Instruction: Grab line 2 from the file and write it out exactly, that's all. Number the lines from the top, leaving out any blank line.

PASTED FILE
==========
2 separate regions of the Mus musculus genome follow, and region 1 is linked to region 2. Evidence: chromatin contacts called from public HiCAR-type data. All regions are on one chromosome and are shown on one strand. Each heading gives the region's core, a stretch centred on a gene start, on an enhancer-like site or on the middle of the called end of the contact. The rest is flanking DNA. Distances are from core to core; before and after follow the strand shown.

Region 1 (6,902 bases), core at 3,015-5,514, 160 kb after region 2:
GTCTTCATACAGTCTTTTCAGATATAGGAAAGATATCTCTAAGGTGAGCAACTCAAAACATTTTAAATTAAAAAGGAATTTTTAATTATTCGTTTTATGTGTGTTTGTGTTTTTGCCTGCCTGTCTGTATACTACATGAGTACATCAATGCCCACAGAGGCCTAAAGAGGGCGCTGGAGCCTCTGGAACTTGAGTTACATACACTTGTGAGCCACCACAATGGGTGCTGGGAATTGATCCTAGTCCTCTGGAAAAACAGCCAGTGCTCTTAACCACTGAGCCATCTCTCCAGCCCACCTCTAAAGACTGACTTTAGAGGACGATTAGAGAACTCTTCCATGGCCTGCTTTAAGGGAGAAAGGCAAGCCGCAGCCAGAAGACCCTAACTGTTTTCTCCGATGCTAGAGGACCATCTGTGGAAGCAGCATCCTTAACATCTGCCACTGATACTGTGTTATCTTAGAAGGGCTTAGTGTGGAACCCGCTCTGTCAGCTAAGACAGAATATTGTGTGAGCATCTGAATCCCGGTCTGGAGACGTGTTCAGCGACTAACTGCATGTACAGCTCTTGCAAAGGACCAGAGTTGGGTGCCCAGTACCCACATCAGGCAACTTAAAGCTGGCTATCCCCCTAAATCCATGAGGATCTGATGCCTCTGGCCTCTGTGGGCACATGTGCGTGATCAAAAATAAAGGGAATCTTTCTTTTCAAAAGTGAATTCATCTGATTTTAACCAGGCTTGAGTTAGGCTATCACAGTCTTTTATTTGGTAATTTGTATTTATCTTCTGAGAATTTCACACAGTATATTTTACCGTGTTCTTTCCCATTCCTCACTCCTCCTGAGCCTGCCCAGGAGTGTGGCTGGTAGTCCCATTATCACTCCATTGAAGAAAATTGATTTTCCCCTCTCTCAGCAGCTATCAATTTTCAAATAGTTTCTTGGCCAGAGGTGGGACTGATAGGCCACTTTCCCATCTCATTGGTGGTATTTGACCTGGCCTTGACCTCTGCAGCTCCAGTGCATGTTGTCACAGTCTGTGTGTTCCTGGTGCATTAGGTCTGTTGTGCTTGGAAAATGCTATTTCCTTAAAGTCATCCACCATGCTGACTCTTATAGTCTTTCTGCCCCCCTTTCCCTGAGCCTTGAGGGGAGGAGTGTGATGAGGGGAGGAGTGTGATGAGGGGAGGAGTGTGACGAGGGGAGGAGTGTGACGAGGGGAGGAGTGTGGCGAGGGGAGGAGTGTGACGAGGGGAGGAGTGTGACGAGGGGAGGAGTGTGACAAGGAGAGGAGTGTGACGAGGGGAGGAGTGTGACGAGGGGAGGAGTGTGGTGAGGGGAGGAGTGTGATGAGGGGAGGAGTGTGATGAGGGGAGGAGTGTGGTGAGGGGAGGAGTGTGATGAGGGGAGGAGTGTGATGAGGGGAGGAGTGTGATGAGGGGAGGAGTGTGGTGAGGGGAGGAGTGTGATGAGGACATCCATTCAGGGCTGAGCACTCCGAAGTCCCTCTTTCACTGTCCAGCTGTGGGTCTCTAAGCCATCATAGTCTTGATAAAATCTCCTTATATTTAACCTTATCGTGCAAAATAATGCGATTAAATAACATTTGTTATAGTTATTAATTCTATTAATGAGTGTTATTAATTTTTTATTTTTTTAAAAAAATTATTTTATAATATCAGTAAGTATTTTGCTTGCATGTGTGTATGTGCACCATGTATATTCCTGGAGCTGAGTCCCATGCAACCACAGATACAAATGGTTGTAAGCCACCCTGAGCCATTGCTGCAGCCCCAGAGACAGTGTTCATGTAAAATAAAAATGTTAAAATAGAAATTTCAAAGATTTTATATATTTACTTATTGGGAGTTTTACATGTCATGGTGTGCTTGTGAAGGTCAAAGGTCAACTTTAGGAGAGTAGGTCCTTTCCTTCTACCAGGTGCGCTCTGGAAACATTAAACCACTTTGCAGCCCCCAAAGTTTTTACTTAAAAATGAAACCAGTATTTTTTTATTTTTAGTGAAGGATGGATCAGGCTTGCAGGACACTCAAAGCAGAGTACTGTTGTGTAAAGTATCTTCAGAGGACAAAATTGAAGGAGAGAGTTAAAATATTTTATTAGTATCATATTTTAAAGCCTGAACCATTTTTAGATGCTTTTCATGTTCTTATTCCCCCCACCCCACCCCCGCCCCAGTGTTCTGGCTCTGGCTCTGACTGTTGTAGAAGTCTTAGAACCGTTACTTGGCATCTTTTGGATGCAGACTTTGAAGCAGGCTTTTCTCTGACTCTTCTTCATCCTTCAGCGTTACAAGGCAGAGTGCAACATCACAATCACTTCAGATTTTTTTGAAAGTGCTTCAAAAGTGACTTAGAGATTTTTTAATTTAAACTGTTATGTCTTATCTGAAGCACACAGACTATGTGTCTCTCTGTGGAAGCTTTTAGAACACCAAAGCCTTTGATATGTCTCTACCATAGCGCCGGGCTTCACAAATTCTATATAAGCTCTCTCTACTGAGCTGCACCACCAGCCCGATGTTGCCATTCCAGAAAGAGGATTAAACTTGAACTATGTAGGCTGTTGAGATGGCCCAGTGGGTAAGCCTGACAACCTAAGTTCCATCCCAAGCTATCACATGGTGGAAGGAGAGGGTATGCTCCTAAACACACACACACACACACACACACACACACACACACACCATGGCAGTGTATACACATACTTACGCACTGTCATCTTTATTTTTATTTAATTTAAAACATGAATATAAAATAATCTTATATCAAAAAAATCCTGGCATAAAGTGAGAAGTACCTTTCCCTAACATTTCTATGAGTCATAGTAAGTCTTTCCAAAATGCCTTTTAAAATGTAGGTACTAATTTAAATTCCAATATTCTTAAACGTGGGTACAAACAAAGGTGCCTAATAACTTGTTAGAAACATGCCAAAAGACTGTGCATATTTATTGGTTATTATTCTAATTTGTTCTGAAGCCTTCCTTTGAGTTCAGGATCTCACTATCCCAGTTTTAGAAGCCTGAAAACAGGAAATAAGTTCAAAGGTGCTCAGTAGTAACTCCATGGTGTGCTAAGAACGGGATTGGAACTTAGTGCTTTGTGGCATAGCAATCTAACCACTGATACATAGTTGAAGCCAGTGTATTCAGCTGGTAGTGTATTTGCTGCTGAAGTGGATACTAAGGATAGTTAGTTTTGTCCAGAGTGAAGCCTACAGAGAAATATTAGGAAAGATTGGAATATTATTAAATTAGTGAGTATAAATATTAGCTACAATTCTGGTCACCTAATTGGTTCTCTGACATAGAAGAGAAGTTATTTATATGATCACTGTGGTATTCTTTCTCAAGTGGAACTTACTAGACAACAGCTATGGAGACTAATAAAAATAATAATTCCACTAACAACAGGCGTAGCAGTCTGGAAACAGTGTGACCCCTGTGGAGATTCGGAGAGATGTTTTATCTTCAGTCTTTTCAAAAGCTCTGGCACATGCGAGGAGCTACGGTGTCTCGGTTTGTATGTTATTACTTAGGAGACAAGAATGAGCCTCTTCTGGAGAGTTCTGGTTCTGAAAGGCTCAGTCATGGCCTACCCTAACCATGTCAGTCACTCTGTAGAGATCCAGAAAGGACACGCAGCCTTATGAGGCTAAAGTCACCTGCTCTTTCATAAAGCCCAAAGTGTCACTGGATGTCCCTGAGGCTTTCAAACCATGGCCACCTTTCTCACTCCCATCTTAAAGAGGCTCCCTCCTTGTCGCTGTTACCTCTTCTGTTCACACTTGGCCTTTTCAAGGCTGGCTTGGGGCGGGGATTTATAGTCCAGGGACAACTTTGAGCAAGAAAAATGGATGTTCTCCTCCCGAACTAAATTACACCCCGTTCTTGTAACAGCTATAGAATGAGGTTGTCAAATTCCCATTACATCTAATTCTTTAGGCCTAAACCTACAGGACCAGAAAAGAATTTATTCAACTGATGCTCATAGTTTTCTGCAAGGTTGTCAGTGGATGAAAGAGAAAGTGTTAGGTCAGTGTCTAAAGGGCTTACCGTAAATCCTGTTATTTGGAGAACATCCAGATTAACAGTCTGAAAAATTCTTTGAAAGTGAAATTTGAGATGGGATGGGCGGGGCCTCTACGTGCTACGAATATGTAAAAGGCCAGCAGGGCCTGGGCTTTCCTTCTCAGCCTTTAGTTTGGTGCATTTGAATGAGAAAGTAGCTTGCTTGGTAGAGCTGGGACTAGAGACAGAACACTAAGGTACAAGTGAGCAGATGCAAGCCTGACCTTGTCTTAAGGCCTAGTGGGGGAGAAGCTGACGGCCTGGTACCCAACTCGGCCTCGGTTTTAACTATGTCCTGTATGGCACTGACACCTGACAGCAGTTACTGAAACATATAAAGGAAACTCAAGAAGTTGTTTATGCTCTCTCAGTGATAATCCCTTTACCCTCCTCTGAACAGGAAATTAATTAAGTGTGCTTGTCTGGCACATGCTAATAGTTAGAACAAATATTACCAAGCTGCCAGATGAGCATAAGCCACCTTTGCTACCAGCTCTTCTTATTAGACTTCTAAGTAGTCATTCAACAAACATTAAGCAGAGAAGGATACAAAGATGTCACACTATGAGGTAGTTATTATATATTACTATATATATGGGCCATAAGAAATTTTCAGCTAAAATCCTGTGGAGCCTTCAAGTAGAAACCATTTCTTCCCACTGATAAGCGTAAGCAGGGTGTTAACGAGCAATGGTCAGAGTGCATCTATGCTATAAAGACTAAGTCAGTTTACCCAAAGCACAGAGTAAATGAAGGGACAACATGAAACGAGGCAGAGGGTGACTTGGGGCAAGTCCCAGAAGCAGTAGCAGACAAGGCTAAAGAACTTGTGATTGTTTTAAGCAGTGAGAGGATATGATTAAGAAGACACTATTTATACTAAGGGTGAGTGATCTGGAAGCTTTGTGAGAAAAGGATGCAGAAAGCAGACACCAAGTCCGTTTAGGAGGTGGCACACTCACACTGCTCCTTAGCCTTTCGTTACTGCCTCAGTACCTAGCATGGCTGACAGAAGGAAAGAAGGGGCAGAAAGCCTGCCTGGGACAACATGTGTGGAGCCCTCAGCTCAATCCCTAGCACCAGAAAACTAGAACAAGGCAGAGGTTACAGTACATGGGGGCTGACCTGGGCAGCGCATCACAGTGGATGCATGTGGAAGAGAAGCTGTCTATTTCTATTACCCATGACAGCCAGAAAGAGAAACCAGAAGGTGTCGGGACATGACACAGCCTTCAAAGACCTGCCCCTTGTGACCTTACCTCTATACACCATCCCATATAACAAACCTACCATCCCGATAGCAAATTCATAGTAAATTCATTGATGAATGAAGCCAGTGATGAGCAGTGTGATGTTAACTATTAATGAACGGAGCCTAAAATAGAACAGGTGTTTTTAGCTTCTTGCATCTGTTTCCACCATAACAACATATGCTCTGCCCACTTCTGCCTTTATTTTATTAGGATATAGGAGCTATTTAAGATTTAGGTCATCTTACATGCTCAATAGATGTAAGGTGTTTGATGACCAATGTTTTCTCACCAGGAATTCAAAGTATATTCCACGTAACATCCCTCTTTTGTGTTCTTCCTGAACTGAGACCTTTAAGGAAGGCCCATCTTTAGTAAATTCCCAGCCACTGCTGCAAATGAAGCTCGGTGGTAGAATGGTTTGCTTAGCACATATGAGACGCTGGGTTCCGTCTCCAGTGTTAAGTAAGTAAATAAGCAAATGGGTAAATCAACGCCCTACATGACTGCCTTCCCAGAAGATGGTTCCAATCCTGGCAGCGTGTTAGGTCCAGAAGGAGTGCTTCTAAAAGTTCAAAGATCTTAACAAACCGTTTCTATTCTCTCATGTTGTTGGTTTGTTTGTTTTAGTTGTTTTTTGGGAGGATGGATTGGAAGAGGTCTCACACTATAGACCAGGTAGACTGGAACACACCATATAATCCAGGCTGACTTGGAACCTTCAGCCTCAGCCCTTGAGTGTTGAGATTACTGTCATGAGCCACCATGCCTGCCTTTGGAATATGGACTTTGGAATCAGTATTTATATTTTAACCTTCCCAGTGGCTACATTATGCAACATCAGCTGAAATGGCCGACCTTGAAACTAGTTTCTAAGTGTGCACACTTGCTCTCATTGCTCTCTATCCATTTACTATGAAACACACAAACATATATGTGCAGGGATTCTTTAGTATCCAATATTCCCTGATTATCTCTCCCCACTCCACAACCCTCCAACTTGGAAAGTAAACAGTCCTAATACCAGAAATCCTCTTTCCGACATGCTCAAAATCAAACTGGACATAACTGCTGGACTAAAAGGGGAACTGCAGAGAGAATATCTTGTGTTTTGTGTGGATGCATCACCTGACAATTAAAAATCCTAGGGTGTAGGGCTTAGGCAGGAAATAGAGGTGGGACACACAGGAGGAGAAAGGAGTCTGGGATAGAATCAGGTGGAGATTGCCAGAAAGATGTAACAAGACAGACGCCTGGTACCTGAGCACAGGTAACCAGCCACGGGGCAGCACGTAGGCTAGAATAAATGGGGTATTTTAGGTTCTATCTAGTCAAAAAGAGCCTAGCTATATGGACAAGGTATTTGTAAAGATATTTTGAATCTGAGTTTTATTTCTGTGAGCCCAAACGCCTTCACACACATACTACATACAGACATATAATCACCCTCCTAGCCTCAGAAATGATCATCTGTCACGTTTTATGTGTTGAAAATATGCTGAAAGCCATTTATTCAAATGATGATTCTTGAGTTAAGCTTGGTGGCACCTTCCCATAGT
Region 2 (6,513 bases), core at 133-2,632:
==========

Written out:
Region 1 (6,902 bases), core at 3,015-5,514, 160 kb after region 2: